If ever the cause itself were the cure, it is so for digital piracy. Music and videos have been shared illegally for a long time; the internet just made this easier. A Business Week report suggests that the losses caused by piracy in the world wide music industry is a whopping $12.5 billion. However, with increasing internet bandwidths and advancements in streaming technologies, a person with a stable internet connection can enjoy free and legal music. And this has led to 26% decline in piracy in the USA.
The internet has been much maligned as the cause for digital piracy. But with improvement of streaming services, will it also be the antidote? Here are some reasons to believe so:
Making music portable through music streaming apps
“People want to own their music,” said Steve Jobs. This may just have been a marketing pitch for retaining the iTunes stranglehold on digital music; but you could argue in favor — offline digital content is portable — you can put music in your wireless devices and carry it around.
The world’s changed significantly since then. Reports say that smartphones have reduced the sales of music players over the past. Network speeds have increased manifold, and the cost of using data connections on the phones have significantly reduced.
We can now have apps that can stream music to your mobile devices. These apps still cater to the small population that uses data on the phones. But mobile networks are tempting new users with free data packs to get them to adopt data and music streaming can be a good bet here.
Services like Spotify and Pandora have brought the convenience of portability to free and legal streaming of music. Spotify, for example, is valued at $3 billion, and is the largest mainstream streaming player. It has an estimated 20 million active users, and is strongly associated with Facebook as a streaming service provider.
Has this put a hold on piracy? Well, going by the reduction in levels of piracy in the past year due to streaming of music and the growth of music streaming service on mobile, it definitely looks like mobility is delivering the knockout punch to piracy, as people don’t need to pirate as streaming services make things simpler.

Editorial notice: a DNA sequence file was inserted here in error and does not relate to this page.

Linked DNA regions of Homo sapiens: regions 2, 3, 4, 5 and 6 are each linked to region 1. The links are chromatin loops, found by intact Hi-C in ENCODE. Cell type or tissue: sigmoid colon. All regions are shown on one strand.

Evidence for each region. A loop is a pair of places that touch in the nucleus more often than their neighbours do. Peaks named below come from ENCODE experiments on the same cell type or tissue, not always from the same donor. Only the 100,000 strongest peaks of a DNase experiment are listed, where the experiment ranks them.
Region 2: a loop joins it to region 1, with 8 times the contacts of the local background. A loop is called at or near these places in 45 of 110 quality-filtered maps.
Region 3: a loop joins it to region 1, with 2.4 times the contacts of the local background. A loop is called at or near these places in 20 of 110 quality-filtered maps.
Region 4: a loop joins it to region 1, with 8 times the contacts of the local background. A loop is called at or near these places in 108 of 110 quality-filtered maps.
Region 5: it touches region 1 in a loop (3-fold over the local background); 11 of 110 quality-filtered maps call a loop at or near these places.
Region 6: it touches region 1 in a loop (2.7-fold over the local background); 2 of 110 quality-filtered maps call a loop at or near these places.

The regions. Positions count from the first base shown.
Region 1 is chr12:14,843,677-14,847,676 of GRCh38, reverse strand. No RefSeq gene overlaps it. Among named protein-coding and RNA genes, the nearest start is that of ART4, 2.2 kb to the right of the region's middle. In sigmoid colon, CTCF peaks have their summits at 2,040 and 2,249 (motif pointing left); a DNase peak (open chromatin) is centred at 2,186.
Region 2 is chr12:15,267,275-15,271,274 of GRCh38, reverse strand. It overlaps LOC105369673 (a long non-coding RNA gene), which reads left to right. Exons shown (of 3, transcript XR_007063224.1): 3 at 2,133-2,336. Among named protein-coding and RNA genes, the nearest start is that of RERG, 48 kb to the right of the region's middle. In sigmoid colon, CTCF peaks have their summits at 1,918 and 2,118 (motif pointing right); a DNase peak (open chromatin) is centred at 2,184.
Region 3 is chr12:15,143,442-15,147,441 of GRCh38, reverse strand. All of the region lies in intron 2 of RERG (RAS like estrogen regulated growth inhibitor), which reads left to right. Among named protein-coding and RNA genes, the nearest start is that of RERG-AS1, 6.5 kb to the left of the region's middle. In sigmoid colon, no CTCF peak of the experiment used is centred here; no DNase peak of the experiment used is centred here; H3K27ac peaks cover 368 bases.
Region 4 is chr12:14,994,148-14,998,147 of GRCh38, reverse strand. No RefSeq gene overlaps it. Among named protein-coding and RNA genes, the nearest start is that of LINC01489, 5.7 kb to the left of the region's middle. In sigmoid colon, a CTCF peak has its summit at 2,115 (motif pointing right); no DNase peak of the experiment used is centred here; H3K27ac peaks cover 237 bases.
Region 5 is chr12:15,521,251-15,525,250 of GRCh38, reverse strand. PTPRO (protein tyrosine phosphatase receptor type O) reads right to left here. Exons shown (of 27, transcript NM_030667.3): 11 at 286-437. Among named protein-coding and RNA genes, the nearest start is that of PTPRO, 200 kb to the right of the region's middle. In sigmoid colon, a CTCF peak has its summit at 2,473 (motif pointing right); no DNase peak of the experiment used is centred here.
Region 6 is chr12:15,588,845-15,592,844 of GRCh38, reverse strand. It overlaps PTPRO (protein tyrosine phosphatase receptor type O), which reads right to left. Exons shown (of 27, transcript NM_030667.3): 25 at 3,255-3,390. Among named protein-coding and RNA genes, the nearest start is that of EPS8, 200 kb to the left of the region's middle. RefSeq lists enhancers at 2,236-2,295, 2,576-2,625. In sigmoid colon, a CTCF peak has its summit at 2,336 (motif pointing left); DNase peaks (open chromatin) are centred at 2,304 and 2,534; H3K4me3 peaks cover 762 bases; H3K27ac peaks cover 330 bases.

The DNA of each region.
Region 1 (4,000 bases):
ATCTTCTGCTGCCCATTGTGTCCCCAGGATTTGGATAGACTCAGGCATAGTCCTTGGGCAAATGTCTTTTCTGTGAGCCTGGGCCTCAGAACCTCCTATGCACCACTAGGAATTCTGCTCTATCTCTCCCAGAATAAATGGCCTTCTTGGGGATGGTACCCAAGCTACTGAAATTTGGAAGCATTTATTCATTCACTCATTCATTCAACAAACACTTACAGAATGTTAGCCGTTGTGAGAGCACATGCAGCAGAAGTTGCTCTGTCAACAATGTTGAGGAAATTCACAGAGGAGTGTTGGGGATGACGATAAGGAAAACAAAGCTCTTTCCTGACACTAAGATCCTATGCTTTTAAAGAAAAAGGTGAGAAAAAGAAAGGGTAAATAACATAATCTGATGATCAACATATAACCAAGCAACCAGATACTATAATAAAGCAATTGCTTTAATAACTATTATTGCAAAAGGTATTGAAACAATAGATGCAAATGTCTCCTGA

Spotify(s) of India
Many Indian services have tried replicating the success of Spotify in India: chief among them are Saavn, Dhingaana and Gaana. The first two started in early 2007, and went through their rounds of iterations and funding, to become premier music services for Indian content. Gaana is backed by Times Internet. It started off as a web music streaming site in 2011, and launched on most mobile platforms by the end of 2012. All three have a strong presence across mobile platforms. In this review, we pit the troika against each other: a triple threat match to decide the best Indian music streaming app!
Round 1 – Content
All three services are predominantly Bollywood music streaming services. At least, they started off that way. Over the years, each of these music streaming services have evolved to cater to regional music as well including Tamil, Telugu, Kannada, Marathi, Gujarati, Bengali and Punjabi. Gaana and Saavn now offers English music too.
Both Saavn and Gaana claim to have a library of 1 million tracks on their platforms.
Dhingana is playing catch up, and claims 350,000 tracks on its platform. (Clarification – according to recent data, Dhingana also offers a million songs) However Gaana has a little problem – not all the assortment that it has on the website is available on mobile site. Some movies, like Dabangg, which is available on the website, isn’t available on the app. Saavn too, doesn’t have its English assortment on the mobile app.
So on the basis of these facts, the round 1 is a tie, between Gaana and Saavn and Dhingana (post clarification)
Winner – Gaana and Saavn
Round 2 – Market Share
Saavn and Dhingana apps have been around longer. Saavn has 2 million users on its mobile platforms and Gaana which launched late last year and has garnered a total of 500,000 downloads across all its mobile platforms.
The clear winner in this round is Dhingana, which claims 3.5 million mobile users on its mobile apps and the recently launched mobile site. This is even more surprising given how it fared in the content round. A large assortment isn’t necessarily the prerequisite of success for a music streaming smartphone app, number of users actually using the service and the stickiness that a site has among users can make it come out on top, even with a lesser assortment.
Round 2, goes to Dhingana.
Winner – Dhingana